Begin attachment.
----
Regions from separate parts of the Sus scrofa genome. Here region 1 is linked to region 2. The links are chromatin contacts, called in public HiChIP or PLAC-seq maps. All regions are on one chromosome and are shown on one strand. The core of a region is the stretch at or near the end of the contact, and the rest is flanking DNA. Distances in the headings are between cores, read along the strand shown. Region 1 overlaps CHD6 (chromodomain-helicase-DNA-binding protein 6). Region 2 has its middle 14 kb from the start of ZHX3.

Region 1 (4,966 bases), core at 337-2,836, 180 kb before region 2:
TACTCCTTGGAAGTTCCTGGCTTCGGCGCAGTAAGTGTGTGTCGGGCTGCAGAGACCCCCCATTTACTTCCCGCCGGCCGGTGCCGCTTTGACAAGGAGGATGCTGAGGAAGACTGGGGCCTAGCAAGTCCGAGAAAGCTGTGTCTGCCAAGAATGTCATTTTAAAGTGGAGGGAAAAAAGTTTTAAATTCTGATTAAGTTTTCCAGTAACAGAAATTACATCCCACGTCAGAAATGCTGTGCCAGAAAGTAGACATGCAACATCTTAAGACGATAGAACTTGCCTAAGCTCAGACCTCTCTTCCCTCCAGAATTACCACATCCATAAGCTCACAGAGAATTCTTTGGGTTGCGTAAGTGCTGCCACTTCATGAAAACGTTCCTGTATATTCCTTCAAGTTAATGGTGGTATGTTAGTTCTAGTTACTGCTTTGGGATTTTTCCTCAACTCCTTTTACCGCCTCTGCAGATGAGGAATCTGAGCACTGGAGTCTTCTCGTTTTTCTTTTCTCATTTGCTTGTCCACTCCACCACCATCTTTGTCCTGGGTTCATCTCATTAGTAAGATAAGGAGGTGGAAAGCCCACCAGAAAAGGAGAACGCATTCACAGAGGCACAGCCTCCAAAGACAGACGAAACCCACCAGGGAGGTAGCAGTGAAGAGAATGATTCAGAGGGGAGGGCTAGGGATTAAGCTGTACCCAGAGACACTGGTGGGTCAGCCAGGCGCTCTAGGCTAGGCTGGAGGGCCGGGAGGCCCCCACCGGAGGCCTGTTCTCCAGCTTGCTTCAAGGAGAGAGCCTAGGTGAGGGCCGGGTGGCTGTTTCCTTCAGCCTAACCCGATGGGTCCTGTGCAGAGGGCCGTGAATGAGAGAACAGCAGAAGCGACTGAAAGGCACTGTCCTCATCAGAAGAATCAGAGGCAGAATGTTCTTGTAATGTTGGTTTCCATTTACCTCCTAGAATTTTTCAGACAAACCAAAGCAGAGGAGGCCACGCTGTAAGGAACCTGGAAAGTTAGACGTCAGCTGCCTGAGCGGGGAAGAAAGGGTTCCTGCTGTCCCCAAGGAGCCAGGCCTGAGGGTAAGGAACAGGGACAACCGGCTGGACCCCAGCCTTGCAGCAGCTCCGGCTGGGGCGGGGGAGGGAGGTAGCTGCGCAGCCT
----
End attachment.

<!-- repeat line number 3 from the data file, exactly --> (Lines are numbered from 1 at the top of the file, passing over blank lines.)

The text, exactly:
TACTCCTTGGAAGTTCCTGGCTTCGGCGCAGTAAGTGTGTGTCGGGCTGCAGAGACCCCCCATTTACTTCCCGCCGGCCGGTGCCGCTTTGACAAGGAGGATGCTGAGGAAGACTGGGGCCTAGCAAGTCCGAGAAAGCTGTGTCTGCCAAGAATGTCATTTTAAAGTGGAGGGAAAAAAGTTTTAAATTCTGATTAAGTTTTCCAGTAACAGAAATTACATCCCACGTCAGAAATGCTGTGCCAGAAAGTAGACATGCAACATCTTAAGACGATAGAACTTGCCTAAGCTCAGACCTCTCTTCCCTCCAGAATTACCACATCCATAAGCTCACAGAGAATTCTTTGGGTTGCGTAAGTGCTGCCACTTCATGAAAACGTTCCTGTATATTCCTTCAAGTTAATGGTGGTATGTTAGTTCTAGTTACTGCTTTGGGATTTTTCCTCAACTCCTTTTACCGCCTCTGCAGATGAGGAATCTGAGCACTGGAGTCTTCTCGTTTTTCTTTTCTCATTTGCTTGTCCACTCCACCACCATCTTTGTCCTGGGTTCATCTCATTAGTAAGATAAGGAGGTGGAAAGCCCACCAGAAAAGGAGAACGCATTCACAGAGGCACAGCCTCCAAAGACAGACGAAACCCACCAGGGAGGTAGCAGTGAAGAGAATGATTCAGAGGGGAGGGCTAGGGATTAAGCTGTACCCAGAGACACTGGTGGGTCAGCCAGGCGCTCTAGGCTAGGCTGGAGGGCCGGGAGGCCCCCACCGGAGGCCTGTTCTCCAGCTTGCTTCAAGGAGAGAGCCTAGGTGAGGGCCGGGTGGCTGTTTCCTTCAGCCTAACCCGATGGGTCCTGTGCAGAGGGCCGTGAATGAGAGAACAGCAGAAGCGACTGAAAGGCACTGTCCTCATCAGAAGAATCAGAGGCAGAATGTTCTTGTAATGTTGGTTTCCATTTACCTCCTAGAATTTTTCAGACAAACCAAAGCAGAGGAGGCCACGCTGTAAGGAACCTGGAAAGTTAGACGTCAGCTGCCTGAGCGGGGAAGAAAGGGTTCCTGCTGTCCCCAAGGAGCCAGGCCTGAGGGTAAGGAACAGGGACAACCGGCTGGACCCCAGCCTTGCAGCAGCTCCGGCTGGGGCGGGGGAGGGAGGTAGCTGCGCAGCCT